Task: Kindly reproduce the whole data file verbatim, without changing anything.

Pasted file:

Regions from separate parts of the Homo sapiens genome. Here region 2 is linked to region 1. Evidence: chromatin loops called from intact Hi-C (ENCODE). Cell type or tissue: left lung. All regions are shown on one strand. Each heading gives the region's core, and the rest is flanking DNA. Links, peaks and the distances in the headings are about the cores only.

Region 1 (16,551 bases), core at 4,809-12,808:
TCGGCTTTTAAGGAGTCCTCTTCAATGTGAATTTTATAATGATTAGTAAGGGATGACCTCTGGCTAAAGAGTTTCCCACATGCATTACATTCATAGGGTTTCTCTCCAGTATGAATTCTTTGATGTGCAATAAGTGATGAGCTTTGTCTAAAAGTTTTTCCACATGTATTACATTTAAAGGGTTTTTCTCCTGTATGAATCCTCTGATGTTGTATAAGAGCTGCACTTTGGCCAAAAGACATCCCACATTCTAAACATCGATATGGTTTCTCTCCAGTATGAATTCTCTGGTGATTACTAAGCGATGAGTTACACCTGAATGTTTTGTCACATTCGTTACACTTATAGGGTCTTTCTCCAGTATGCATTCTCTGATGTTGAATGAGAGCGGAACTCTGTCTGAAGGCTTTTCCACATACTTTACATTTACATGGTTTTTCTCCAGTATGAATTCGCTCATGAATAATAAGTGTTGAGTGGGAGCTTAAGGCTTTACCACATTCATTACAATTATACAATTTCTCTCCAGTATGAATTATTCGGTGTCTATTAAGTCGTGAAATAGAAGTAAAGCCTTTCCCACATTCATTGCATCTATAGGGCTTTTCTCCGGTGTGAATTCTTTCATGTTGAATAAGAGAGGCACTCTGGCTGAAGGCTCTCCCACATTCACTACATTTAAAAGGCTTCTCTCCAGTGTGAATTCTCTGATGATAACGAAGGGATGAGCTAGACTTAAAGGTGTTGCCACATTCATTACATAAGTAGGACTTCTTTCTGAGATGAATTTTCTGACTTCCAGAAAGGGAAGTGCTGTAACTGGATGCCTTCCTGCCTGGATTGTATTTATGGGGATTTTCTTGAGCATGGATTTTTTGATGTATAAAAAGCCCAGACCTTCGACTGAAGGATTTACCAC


Regions from separate parts of the Homo sapiens genome. Here region 2 is linked to region 1. Evidence: chromatin loops called from intact Hi-C (ENCODE). Cell type or tissue: left lung. All regions are shown on one strand. Each heading gives the region's core, and the rest is flanking DNA. Links, peaks and the distances in the headings are about the cores only.

Region 1 (16,551 bases), core at 4,809-12,808:
TCGGCTTTTAAGGAGTCCTCTTCAATGTGAATTTTATAATGATTAGTAAGGGATGACCTCTGGCTAAAGAGTTTCCCACATGCATTACATTCATAGGGTTTCTCTCCAGTATGAATTCTTTGATGTGCAATAAGTGATGAGCTTTGTCTAAAAGTTTTTCCACATGTATTACATTTAAAGGGTTTTTCTCCTGTATGAATCCTCTGATGTTGTATAAGAGCTGCACTTTGGCCAAAAGACATCCCACATTCTAAACATCGATATGGTTTCTCTCCAGTATGAATTCTCTGGTGATTACTAAGCGATGAGTTACACCTGAATGTTTTGTCACATTCGTTACACTTATAGGGTCTTTCTCCAGTATGCATTCTCTGATGTTGAATGAGAGCGGAACTCTGTCTGAAGGCTTTTCCACATACTTTACATTTACATGGTTTTTCTCCAGTATGAATTCGCTCATGAATAATAAGTGTTGAGTGGGAGCTTAAGGCTTTACCACATTCATTACAATTATACAATTTCTCTCCAGTATGAATTATTCGGTGTCTATTAAGTCGTGAAATAGAAGTAAAGCCTTTCCCACATTCATTGCATCTATAGGGCTTTTCTCCGGTGTGAATTCTTTCATGTTGAATAAGAGAGGCACTCTGGCTGAAGGCTCTCCCACATTCACTACATTTAAAAGGCTTCTCTCCAGTGTGAATTCTCTGATGATAACGAAGGGATGAGCTAGACTTAAAGGTGTTGCCACATTCATTACATAAGTAGGACTTCTTTCTGAGATGAATTTTCTGACTTCCAGAAAGGGAAGTGCTGTAACTGGATGCCTTCCTGCCTGGATTGTATTTATGGGGATTTTCTTGAGCATGGATTTTTTGATGTATAAAAAGCCCAGACCTTCGACTGAAGGATTTACCAC